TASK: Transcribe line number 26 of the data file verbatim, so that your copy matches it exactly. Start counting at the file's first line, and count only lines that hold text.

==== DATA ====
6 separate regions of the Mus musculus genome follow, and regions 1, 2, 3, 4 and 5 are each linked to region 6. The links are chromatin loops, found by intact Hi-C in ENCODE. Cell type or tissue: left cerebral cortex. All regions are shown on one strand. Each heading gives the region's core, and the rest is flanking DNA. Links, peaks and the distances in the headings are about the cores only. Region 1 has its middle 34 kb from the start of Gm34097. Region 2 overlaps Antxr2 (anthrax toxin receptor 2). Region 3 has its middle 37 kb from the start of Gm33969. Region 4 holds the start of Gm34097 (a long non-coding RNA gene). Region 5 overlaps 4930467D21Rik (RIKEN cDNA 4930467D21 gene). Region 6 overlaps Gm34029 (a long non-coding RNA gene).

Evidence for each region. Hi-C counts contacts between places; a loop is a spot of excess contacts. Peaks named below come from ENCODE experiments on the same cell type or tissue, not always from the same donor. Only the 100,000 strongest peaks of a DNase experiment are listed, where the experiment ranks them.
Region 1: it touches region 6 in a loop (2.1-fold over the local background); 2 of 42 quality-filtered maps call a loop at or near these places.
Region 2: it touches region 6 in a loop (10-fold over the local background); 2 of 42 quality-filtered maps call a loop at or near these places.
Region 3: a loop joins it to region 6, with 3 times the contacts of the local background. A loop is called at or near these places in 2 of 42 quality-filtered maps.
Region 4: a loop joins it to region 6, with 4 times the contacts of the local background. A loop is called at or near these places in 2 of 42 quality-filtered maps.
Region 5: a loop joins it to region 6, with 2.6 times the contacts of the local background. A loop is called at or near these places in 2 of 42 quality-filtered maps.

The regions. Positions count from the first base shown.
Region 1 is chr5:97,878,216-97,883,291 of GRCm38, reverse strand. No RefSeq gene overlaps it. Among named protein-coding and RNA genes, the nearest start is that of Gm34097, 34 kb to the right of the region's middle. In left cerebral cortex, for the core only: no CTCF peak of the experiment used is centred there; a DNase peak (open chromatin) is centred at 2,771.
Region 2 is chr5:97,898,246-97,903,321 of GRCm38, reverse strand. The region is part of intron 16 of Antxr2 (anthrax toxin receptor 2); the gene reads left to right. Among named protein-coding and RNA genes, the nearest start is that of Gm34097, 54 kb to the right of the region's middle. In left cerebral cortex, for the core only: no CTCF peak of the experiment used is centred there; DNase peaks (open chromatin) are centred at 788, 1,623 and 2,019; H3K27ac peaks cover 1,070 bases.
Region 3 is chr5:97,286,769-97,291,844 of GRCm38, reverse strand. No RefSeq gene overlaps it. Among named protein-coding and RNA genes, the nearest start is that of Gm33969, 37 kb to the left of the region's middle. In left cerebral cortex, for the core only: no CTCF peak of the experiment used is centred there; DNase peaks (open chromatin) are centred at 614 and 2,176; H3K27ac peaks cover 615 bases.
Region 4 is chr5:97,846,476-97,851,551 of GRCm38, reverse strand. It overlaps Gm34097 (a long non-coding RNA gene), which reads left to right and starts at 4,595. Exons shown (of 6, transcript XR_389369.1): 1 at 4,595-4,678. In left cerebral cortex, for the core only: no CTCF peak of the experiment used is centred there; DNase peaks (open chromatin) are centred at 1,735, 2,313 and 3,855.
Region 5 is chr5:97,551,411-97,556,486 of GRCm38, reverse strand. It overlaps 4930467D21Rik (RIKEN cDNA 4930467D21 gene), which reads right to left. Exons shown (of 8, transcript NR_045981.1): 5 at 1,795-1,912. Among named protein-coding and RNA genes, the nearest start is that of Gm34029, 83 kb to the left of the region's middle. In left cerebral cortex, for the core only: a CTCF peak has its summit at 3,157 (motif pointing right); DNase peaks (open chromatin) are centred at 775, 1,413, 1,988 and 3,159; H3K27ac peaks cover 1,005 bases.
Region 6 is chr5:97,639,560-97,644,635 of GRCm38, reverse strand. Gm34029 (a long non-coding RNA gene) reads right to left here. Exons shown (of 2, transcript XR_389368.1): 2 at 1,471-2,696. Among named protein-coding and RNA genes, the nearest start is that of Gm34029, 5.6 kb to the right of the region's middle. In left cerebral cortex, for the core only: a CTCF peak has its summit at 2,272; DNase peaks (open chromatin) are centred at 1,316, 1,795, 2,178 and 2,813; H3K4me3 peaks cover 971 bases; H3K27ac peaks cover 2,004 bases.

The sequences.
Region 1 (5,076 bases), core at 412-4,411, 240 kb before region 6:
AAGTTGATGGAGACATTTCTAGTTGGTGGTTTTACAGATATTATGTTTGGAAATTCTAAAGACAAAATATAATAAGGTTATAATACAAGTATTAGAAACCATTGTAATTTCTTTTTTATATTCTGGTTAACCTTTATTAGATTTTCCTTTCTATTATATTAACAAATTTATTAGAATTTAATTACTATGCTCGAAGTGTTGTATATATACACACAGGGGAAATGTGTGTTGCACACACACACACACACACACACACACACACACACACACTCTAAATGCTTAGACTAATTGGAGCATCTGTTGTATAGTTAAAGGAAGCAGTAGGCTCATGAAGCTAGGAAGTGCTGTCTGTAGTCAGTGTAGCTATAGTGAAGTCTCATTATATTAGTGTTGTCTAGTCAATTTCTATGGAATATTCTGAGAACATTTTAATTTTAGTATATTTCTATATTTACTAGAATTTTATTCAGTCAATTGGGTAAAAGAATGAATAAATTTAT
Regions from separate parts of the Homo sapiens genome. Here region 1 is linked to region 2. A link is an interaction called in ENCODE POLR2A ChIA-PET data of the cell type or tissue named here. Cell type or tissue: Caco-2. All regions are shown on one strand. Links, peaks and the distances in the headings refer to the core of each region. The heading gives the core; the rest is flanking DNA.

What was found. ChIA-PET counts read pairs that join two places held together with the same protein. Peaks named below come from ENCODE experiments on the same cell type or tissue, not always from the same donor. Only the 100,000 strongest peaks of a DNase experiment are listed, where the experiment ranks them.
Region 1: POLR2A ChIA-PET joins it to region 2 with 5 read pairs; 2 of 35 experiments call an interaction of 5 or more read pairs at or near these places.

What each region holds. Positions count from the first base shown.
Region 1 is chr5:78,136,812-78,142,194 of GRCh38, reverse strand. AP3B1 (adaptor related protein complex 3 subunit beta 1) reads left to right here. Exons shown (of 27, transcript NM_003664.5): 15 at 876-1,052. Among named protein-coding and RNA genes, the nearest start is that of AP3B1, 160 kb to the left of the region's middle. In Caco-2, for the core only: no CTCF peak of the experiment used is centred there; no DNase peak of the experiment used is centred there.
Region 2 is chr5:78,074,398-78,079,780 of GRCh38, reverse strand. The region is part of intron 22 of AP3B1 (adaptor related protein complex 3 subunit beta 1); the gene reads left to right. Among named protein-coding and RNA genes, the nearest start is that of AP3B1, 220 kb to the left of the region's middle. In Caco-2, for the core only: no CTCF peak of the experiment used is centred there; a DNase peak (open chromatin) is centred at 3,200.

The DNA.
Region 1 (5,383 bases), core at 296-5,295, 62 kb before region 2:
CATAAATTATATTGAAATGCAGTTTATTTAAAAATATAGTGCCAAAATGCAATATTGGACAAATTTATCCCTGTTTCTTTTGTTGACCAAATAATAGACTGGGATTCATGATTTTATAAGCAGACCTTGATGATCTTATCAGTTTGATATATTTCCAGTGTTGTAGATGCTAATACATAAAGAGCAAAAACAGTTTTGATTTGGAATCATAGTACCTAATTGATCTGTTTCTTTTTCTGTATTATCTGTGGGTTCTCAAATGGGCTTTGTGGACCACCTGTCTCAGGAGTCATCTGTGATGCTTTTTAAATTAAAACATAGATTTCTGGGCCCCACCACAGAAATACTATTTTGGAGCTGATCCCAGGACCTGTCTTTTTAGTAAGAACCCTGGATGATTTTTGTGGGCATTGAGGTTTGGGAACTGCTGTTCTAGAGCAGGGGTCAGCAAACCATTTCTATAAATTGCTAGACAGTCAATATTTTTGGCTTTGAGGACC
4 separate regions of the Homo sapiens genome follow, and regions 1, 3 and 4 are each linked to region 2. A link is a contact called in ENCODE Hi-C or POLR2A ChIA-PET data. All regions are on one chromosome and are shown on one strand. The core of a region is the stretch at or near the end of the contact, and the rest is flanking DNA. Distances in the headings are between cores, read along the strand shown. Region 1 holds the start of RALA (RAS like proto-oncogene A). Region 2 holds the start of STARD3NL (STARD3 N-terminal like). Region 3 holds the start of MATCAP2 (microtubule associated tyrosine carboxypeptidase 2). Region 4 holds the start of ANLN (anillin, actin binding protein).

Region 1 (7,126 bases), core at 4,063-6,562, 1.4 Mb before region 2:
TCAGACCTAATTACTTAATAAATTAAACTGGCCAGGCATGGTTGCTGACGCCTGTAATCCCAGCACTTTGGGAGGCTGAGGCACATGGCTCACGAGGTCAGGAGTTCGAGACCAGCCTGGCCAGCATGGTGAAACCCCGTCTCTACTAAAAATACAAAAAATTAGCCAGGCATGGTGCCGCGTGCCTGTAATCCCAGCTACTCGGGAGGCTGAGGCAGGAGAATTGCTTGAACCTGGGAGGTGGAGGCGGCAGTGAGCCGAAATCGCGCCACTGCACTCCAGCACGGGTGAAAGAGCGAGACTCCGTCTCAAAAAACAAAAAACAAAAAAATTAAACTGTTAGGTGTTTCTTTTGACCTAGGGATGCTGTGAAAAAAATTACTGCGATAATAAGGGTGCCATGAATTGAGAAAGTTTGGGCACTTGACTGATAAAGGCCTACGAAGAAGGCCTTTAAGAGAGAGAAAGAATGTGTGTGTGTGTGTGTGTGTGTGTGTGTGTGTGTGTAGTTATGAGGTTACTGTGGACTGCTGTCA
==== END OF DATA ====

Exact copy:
CATAAATTATATTGAAATGCAGTTTATTTAAAAATATAGTGCCAAAATGCAATATTGGACAAATTTATCCCTGTTTCTTTTGTTGACCAAATAATAGACTGGGATTCATGATTTTATAAGCAGACCTTGATGATCTTATCAGTTTGATATATTTCCAGTGTTGTAGATGCTAATACATAAAGAGCAAAAACAGTTTTGATTTGGAATCATAGTACCTAATTGATCTGTTTCTTTTTCTGTATTATCTGTGGGTTCTCAAATGGGCTTTGTGGACCACCTGTCTCAGGAGTCATCTGTGATGCTTTTTAAATTAAAACATAGATTTCTGGGCCCCACCACAGAAATACTATTTTGGAGCTGATCCCAGGACCTGTCTTTTTAGTAAGAACCCTGGATGATTTTTGTGGGCATTGAGGTTTGGGAACTGCTGTTCTAGAGCAGGGGTCAGCAAACCATTTCTATAAATTGCTAGACAGTCAATATTTTTGGCTTTGAGGACC